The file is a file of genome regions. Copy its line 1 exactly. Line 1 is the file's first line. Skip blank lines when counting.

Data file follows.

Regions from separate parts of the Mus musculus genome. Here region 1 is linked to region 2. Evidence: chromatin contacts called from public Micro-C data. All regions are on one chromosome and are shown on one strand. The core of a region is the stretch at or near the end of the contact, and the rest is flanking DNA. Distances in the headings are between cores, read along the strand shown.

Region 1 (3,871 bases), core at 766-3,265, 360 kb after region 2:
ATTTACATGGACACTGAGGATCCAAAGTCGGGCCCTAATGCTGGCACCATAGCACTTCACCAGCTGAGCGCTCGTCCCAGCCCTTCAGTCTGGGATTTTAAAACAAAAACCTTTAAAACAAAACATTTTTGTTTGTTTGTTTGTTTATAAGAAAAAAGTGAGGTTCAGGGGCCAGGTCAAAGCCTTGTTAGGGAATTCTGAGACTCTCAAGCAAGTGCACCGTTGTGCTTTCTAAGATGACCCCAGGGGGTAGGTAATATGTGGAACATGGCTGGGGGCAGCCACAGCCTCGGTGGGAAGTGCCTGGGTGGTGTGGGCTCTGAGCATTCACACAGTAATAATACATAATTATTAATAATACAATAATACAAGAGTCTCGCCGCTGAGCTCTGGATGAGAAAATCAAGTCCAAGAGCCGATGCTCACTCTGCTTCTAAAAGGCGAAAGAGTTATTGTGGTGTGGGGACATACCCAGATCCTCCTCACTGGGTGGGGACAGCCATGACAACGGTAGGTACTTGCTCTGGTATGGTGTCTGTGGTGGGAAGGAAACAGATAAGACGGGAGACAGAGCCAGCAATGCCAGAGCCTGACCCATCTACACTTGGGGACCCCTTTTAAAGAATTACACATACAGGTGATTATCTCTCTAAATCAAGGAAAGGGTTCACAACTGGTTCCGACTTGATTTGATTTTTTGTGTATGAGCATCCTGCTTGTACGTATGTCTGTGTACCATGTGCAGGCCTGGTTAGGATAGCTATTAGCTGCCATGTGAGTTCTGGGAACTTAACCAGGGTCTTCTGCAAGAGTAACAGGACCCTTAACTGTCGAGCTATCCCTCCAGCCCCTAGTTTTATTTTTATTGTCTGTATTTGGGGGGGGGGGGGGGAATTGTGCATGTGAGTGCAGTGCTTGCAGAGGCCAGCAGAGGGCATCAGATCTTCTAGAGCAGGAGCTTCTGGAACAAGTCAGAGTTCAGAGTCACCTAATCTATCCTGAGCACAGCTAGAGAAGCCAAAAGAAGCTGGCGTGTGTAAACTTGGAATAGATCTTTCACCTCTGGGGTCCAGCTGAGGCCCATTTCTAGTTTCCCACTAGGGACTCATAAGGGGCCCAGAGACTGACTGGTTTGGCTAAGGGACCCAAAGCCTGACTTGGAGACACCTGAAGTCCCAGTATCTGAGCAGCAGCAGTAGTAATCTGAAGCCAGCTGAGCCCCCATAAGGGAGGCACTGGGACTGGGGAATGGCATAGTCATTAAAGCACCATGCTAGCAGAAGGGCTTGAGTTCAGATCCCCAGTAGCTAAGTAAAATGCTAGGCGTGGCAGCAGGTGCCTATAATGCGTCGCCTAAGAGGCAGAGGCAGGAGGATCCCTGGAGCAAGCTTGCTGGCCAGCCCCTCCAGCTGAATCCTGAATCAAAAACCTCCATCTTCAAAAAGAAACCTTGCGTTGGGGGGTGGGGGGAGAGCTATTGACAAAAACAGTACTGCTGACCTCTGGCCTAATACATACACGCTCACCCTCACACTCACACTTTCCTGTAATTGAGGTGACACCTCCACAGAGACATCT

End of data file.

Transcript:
Regions from separate parts of the Mus musculus genome. Here region 1 is linked to region 2. Evidence: chromatin contacts called from public Micro-C data. All regions are on one chromosome and are shown on one strand. The core of a region is the stretch at or near the end of the contact, and the rest is flanking DNA. Distances in the headings are between cores, read along the strand shown.